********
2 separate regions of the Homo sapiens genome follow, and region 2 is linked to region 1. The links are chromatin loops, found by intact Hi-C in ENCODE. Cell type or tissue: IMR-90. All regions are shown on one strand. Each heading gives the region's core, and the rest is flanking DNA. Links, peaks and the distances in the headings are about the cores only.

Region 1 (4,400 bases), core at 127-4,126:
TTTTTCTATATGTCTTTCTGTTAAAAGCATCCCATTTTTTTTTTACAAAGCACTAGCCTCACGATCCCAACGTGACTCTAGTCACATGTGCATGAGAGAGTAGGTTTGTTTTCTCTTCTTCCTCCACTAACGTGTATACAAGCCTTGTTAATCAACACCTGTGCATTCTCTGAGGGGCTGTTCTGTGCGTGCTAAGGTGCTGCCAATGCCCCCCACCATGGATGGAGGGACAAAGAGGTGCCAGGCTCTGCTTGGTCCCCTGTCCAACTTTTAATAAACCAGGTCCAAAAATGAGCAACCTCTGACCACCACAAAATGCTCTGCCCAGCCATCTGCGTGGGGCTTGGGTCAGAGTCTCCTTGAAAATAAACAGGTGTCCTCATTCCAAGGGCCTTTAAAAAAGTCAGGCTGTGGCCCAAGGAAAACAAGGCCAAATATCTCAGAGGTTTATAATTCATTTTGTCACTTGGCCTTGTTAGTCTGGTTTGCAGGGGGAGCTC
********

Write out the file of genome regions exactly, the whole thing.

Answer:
2 separate regions of the Homo sapiens genome follow, and region 2 is linked to region 1. The links are chromatin loops, found by intact Hi-C in ENCODE. Cell type or tissue: IMR-90. All regions are shown on one strand. Each heading gives the region's core, and the rest is flanking DNA. Links, peaks and the distances in the headings are about the cores only.

Region 1 (4,400 bases), core at 127-4,126:
TTTTTCTATATGTCTTTCTGTTAAAAGCATCCCATTTTTTTTTTACAAAGCACTAGCCTCACGATCCCAACGTGACTCTAGTCACATGTGCATGAGAGAGTAGGTTTGTTTTCTCTTCTTCCTCCACTAACGTGTATACAAGCCTTGTTAATCAACACCTGTGCATTCTCTGAGGGGCTGTTCTGTGCGTGCTAAGGTGCTGCCAATGCCCCCCACCATGGATGGAGGGACAAAGAGGTGCCAGGCTCTGCTTGGTCCCCTGTCCAACTTTTAATAAACCAGGTCCAAAAATGAGCAACCTCTGACCACCACAAAATGCTCTGCCCAGCCATCTGCGTGGGGCTTGGGTCAGAGTCTCCTTGAAAATAAACAGGTGTCCTCATTCCAAGGGCCTTTAAAAAAGTCAGGCTGTGGCCCAAGGAAAACAAGGCCAAATATCTCAGAGGTTTATAATTCATTTTGTCACTTGGCCTTGTTAGTCTGGTTTGCAGGGGGAGCTC